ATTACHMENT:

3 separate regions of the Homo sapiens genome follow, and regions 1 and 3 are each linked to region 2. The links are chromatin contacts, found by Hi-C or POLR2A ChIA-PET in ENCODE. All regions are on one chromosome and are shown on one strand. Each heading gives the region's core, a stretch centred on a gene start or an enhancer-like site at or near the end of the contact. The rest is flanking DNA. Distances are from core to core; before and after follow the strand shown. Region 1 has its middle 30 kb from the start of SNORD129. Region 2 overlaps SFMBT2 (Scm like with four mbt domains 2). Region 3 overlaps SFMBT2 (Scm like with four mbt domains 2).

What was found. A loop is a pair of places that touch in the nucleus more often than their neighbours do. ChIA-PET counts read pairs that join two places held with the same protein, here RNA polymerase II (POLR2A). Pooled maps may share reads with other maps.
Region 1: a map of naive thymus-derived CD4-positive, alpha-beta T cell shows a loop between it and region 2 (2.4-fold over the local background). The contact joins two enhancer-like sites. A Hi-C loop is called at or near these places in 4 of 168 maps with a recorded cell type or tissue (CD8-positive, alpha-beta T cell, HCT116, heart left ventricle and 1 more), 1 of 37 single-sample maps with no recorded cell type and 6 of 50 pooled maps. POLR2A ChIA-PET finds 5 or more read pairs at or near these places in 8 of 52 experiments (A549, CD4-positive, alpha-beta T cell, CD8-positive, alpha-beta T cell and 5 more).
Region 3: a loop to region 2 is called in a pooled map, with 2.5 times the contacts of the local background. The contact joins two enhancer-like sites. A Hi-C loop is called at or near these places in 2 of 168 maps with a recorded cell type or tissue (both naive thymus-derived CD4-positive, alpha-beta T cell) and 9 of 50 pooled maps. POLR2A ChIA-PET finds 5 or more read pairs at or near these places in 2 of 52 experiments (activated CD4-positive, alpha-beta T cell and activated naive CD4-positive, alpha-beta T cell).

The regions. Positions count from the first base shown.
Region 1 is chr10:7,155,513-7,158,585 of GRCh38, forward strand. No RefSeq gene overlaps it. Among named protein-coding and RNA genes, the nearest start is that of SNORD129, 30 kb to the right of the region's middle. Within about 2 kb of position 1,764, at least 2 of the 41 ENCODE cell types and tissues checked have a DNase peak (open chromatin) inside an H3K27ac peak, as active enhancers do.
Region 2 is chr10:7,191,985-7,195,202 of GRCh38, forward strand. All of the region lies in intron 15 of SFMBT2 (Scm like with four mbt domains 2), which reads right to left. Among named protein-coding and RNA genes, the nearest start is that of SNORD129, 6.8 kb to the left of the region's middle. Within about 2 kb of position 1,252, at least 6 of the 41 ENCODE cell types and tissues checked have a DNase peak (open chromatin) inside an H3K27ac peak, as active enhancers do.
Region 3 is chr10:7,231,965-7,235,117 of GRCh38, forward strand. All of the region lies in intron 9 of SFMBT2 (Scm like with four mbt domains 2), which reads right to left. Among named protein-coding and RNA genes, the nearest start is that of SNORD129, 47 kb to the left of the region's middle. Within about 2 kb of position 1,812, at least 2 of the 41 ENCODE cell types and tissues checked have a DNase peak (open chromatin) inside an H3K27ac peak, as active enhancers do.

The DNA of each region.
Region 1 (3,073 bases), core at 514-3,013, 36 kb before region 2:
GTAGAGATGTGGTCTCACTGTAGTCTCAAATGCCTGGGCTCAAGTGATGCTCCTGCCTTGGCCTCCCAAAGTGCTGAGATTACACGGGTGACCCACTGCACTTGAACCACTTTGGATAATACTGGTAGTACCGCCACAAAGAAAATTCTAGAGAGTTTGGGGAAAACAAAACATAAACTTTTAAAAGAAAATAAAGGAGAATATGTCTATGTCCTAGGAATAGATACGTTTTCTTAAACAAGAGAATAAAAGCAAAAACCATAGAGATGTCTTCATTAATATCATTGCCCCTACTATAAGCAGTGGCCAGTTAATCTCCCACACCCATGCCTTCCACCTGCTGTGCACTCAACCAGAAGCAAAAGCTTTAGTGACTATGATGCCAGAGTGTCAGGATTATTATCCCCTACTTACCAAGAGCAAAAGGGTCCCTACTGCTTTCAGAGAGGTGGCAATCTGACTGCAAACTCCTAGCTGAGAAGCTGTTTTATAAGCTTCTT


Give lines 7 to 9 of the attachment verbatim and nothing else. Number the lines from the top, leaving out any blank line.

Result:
Region 2 is chr10:7,191,985-7,195,202 of GRCh38, forward strand. All of the region lies in intron 15 of SFMBT2 (Scm like with four mbt domains 2), which reads right to left. Among named protein-coding and RNA genes, the nearest start is that of SNORD129, 6.8 kb to the left of the region's middle. Within about 2 kb of position 1,252, at least 6 of the 41 ENCODE cell types and tissues checked have a DNase peak (open chromatin) inside an H3K27ac peak, as active enhancers do.
Region 3 is chr10:7,231,965-7,235,117 of GRCh38, forward strand. All of the region lies in intron 9 of SFMBT2 (Scm like with four mbt domains 2), which reads right to left. Among named protein-coding and RNA genes, the nearest start is that of SNORD129, 47 kb to the left of the region's middle. Within about 2 kb of position 1,812, at least 2 of the 41 ENCODE cell types and tissues checked have a DNase peak (open chromatin) inside an H3K27ac peak, as active enhancers do.

The DNA of each region.